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We need more affordable summer programs for children and families to prevent summer learning loss. If we want all of our children to be prepared for college and career, summer is a critical learning time. We know that all children experience some loss of knowledge and skills over the summer. In math, most children lose two months of math skills during summer vacation, according to the National Summer Learning Association. For reading, the losses are even more pronounced for low-income students, who typically lose two to three months of reading skills. Our world has changed dramatically since the concept of summer vacation came into vogue. We need to ensure that our students have safe and enriching opportunities during the summer to make sure that they are learning and thriving.
In a dual-language classroom, sometimes you're the student and sometimes you're the teacher. Here's what it's like for 6-year-old Merari.
The children crowded around, looking intently at the objects sitting on the rug before them: a handful of spice containers from the supermarket and a wooden mortar and pestle. Despite appearances, it was not a cooking class. Rather, the students — fourth graders at Public School 130, the Parkside School, in Brooklyn — were studying Dutch New York. On this particular morning, they were examining household tools, both contemporary items and ones that fulfilled similar functions in 17th-century New Amsterdam, and discussing what they revealed about the differences between everyday life then and now. Some students jumped up to scrutinize the spice jars and the mortar and pestle. Others waved their hands in the air, eager to make observations. Sitting on one side of the room, Anna Switzer, a former principal who is now having a second career as a consultant and an evangelist for the value of social studies, nodded and occasionally interrupted to pose a question.
Thanks to a $2 million grant, Atlanta plans to train teachers in a longstanding approach to teaching reading, reports the Atlanta Journal-Constitution. The grant aims to train more than 1,500 teachers by 2020, the newspaper reports. What's most interesting is that the district will use an approach that's been around for decades, known as Orton-Gillingham. It has roots in the scholarship of two early 20th century scholars; in fact, one of the key instructional texts outlining the method was published in 1946. To be clear, Orton-Gillingham is less a "program" in the way we tend to think of them today than a set of teaching principles and methods that many other programs have adopted. Generally, Orton-Gillingham includes systematic instruction in phonics, sound-letter correspondence, and a "multisensory" approach that incorporates auditory, visual, and motor skills.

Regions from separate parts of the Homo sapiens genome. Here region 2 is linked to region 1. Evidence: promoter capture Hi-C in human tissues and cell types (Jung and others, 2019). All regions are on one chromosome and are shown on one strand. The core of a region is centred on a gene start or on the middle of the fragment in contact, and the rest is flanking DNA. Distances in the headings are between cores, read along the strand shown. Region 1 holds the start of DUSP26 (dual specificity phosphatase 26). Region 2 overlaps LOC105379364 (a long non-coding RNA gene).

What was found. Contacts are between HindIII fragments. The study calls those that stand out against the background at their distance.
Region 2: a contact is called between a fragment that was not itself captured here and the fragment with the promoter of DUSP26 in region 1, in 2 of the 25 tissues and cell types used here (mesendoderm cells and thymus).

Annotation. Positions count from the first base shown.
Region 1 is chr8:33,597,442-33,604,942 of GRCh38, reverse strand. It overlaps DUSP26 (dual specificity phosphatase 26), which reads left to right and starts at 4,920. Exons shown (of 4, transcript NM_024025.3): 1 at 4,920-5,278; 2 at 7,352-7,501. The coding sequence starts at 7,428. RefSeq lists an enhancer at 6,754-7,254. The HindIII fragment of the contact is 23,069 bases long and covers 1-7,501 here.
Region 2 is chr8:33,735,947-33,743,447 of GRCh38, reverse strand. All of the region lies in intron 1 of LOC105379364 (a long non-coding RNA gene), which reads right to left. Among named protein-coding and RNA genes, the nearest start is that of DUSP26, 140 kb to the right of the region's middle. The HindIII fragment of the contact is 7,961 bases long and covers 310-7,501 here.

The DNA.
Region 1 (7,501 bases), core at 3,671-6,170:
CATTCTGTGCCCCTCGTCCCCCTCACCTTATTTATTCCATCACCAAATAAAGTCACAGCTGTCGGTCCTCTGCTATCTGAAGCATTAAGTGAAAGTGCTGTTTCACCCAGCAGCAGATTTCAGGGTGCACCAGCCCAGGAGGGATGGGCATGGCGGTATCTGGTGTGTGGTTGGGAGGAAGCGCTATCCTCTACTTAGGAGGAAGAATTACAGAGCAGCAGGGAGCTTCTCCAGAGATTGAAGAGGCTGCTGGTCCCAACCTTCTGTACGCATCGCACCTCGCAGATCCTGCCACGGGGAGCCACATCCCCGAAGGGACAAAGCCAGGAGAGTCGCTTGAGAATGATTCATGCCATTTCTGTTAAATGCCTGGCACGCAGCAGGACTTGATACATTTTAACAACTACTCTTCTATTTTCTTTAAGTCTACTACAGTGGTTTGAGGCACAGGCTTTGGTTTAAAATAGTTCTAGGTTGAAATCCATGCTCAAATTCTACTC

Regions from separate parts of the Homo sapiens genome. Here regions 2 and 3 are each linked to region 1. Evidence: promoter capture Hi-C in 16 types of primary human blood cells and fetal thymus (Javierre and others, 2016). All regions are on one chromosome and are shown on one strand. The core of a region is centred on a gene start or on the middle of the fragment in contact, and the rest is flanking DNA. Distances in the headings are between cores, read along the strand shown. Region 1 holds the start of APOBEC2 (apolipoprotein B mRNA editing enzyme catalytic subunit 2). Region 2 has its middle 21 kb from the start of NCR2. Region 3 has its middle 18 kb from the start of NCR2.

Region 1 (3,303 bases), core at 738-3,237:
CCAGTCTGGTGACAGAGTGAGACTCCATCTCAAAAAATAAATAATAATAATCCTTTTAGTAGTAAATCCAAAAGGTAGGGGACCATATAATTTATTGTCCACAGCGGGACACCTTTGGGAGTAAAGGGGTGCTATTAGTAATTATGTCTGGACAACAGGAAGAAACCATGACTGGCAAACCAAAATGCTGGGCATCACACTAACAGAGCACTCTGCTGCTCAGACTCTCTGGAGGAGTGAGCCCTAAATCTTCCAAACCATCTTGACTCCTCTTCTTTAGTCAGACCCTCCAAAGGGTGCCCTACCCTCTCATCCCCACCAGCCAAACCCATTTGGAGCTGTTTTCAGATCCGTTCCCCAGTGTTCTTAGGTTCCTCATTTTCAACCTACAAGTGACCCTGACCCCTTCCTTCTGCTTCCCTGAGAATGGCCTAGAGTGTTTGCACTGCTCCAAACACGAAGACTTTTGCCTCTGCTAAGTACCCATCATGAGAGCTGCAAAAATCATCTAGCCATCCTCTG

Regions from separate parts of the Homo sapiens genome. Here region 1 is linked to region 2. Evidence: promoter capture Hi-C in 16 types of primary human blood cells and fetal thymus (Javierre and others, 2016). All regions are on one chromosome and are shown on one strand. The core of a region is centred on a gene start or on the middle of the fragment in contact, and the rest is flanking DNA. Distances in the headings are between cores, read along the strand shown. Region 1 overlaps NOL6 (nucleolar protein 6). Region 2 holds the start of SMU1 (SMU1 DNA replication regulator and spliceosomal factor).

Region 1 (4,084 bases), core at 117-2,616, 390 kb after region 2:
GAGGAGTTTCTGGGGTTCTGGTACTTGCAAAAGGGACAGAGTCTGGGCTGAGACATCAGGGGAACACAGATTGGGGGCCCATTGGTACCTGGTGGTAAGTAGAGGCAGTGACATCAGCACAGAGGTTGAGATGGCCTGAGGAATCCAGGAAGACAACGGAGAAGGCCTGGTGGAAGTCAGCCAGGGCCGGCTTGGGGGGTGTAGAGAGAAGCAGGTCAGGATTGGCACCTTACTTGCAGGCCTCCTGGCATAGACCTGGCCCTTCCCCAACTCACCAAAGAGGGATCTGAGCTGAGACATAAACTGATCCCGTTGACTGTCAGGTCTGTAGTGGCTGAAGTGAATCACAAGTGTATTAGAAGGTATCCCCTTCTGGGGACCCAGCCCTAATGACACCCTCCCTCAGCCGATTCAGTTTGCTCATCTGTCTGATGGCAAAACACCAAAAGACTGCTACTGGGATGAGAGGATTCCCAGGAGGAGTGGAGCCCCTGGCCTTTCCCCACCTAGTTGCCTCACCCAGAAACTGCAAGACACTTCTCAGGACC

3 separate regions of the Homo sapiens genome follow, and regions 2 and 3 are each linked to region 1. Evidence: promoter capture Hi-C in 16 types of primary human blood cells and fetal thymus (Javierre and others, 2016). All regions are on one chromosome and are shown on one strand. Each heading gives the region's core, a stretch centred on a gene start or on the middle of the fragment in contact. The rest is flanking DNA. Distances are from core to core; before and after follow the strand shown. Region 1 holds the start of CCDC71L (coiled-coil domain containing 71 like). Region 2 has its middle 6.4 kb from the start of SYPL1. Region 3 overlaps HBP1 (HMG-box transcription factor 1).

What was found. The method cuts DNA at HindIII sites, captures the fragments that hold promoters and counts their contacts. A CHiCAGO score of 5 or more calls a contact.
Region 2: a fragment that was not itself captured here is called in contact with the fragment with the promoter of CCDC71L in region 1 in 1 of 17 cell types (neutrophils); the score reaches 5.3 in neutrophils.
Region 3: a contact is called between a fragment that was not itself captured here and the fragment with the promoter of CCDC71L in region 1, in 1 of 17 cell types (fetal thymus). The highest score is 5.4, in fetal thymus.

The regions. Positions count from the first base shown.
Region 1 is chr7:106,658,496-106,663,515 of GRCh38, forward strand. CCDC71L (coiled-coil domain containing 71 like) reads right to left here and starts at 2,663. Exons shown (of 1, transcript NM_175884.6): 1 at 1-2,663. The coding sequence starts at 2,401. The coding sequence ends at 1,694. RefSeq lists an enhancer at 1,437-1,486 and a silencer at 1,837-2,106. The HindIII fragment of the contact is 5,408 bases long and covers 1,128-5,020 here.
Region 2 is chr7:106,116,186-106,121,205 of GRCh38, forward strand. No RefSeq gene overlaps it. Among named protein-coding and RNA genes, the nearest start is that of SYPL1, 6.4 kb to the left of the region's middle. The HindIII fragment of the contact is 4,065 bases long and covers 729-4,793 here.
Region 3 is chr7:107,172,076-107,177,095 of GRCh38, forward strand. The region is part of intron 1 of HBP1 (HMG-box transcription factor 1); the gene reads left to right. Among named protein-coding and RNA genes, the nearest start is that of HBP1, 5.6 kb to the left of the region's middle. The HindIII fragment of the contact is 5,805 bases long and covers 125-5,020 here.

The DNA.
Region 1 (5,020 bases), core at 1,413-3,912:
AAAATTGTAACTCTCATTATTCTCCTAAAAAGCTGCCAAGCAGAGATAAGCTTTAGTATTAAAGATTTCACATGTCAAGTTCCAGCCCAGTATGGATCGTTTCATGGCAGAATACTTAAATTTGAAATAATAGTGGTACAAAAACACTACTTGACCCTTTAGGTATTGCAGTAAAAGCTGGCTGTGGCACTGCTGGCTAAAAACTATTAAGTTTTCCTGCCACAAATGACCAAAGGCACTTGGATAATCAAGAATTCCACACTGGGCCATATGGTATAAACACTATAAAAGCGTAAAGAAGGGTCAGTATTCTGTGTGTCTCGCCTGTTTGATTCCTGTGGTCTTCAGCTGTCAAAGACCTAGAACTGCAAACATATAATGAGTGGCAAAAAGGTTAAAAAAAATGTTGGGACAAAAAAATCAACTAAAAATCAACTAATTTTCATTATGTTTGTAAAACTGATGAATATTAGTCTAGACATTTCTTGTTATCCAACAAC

In Taiwan, there is a great demand for effective strategies to teach English literacy skills. English textbooks used in elementary schools contain mostly short dialogues, and vocabulary and sentence exercises are usually controlled and graded linearly. These materials often don’t deliver meaningful, interesting, and effective literacy learning experiences. In 2013, I worked with a group of elementary school English teachers to develop theme-based English reading and writing lessons to partially replace textbooks. Each theme consisted of children’s books of various genres, poetry, songs, or videos. We chose topics that were interesting and relevant to students’ lives, such as dentist visits, pet care, traveling, and cooking.
Julie Crabb is a woman with a mission. Having just completed her own MLS, this children’s library associate at the Olathe Indian Creek Library in Olathe, KS, wanted to give kids a peek at the inner workings of what professionals like herself do all day. To this end, she created a two-hour Mini Masters of Library Science workshop and accompanying booklet. “I thought the event would be a nice way to combine my real world experience with a children’s library program,” she explains. Crabb, who focuses on early literacy and shares kids’ programming information and activities on her blog Tales for the Tiny, had the initial goal of building a family program for all ages. She created the drop-in event around six stations that would inform participants about each skill that librarians use on the job.